There are many topics worth discussion at the moment, from GDPR to data security, smarter hiring and beyond.
In this series of Facebook Live sessions, Sage CEO Stephen Kelly will be speaking with a number of the Sage Top 100 global business influencers and asking their opinions on subjects close to them.
Stephen met Steven John, number 45 on the Sage Top 100 list for 2017 and asked him his thoughts on AI and just how important he feels it is to get it right.
Stephen Kelly: “I’m really pleased to be engaging today with Steven John… an absolute expert in recruitment and people development.
“So, Steven, tell us a bit about what you’ve done. You’ve got a massive following, 18,000 followers on Twitter. You’re a renowned expert. Tell us a bit about that.”
Steven John: “Well, my background is technology and recruitment. As a lot of recruiters do, I kind of fell out of university with no real idea of a career path and landed in tech recruitment. I spent 13 years as a recruiter and then more recently had the opportunity to take my professional skills that I learned in recruitment and bring them into a business that’s using AI to help businesses make smarter hires.
“I’m a customer success manager for an AI business called PredictiveHire.
“In terms of what we do, we use predictive models to help businesses make smarter hires so they can identify who might be a better or more likely to be a better salesperson or deliver a better customer service experience to their customers.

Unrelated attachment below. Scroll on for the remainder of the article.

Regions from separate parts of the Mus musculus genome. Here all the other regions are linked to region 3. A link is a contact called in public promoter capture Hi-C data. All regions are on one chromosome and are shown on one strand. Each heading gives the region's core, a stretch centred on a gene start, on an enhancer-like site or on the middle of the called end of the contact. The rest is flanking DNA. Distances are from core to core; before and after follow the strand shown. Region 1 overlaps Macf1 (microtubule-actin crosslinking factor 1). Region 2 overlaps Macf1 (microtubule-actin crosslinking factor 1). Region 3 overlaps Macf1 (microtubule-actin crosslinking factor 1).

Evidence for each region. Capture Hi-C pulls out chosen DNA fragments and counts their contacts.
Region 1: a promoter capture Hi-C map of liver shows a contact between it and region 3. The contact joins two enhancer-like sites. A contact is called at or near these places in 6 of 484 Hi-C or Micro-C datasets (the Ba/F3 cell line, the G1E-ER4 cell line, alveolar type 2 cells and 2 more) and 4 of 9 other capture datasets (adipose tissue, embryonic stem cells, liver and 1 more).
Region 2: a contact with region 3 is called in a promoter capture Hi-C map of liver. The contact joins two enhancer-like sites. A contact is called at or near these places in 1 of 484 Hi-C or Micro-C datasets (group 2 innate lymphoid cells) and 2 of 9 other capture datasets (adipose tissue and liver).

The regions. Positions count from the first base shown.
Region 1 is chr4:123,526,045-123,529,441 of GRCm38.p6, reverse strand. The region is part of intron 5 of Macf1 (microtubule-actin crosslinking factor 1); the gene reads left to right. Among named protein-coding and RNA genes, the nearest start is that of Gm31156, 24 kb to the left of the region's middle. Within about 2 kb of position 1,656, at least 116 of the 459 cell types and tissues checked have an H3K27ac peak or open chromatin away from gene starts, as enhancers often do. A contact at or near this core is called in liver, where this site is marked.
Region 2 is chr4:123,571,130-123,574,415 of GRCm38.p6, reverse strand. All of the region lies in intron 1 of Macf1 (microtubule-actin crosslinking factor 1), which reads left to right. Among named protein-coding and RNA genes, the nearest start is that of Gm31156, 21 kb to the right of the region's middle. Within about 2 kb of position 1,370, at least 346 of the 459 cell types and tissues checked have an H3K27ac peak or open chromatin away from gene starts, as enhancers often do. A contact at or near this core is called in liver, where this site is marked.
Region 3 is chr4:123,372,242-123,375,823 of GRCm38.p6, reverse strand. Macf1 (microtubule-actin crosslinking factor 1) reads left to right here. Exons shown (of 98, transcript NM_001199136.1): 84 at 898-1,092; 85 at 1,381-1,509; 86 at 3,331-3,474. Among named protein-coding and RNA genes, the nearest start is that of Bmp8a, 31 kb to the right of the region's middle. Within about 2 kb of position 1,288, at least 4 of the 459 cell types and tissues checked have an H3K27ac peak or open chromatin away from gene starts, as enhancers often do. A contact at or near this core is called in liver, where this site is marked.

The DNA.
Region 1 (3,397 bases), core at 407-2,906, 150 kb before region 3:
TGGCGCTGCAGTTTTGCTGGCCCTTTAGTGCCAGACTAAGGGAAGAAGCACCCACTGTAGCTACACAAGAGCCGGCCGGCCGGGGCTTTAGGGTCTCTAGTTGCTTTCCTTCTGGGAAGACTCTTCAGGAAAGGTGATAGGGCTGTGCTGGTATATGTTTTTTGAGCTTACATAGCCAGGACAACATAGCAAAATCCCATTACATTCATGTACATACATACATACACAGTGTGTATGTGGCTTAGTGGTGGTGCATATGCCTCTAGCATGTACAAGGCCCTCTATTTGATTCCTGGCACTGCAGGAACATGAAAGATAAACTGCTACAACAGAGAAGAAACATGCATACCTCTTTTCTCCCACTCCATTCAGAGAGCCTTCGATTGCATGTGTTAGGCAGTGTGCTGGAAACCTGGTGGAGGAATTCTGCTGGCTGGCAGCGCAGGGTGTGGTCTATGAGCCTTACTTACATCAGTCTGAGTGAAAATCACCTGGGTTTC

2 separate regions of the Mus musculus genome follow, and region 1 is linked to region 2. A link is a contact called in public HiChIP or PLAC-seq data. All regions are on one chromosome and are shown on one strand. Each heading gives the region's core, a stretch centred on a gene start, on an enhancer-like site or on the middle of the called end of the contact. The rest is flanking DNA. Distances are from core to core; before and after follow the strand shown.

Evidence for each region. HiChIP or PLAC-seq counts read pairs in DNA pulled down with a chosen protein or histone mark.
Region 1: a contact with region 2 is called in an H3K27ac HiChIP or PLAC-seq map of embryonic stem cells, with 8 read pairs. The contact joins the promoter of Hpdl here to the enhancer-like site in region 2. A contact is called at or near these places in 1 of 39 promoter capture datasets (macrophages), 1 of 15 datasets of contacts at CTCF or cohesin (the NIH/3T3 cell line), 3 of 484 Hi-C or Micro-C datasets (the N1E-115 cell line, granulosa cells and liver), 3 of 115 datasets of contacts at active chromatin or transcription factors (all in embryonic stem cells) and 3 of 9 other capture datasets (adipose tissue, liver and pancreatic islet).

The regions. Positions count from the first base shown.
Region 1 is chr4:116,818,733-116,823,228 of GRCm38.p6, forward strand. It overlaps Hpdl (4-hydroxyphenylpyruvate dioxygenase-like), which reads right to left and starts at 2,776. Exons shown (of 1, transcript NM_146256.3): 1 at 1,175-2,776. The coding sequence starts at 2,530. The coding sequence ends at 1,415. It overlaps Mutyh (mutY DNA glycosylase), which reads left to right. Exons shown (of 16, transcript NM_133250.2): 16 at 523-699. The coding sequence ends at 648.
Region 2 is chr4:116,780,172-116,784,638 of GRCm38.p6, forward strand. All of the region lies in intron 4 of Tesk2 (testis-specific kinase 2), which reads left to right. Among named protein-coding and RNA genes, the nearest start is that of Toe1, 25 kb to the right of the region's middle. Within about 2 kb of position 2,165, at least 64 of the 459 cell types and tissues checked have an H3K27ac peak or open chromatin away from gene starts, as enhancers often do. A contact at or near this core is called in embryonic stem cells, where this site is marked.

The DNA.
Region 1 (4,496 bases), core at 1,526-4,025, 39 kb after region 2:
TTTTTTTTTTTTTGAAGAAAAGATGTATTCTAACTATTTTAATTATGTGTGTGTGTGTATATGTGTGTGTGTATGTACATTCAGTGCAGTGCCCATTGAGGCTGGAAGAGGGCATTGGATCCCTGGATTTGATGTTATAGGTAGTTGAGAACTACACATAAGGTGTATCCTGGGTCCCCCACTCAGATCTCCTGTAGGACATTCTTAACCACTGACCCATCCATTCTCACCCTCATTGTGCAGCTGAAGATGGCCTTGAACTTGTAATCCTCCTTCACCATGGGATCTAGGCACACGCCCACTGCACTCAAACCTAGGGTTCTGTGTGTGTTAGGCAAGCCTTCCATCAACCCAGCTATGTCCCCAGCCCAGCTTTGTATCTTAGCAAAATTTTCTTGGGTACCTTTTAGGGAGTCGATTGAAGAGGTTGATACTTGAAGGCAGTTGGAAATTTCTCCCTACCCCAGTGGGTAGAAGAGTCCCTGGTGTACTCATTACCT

“Whatever the metrics or the KPIs that their business is using to understand how its people are operating, our solution can help you understand, from the candidate market, who should we be spending our time with, who should the human beings within our talent team be spending time talking to.
“Because of the model, the algorithm has helped us sift through quiet a large number of candidates. I’m sure you guys get hundreds of thousands of candidates here. So how do we identify those shiny pins in the haystack? So that’s what our models do.”
SK: “Well, I think that’s brilliant, Steven. And obviously, kind of the relevance and gems of this Facebook Live session is to bring it down to all the entrepreneurs out there who are thinking about growing their business, living their dreams, pursuing their passions, and we all know the fuel of that is talented people.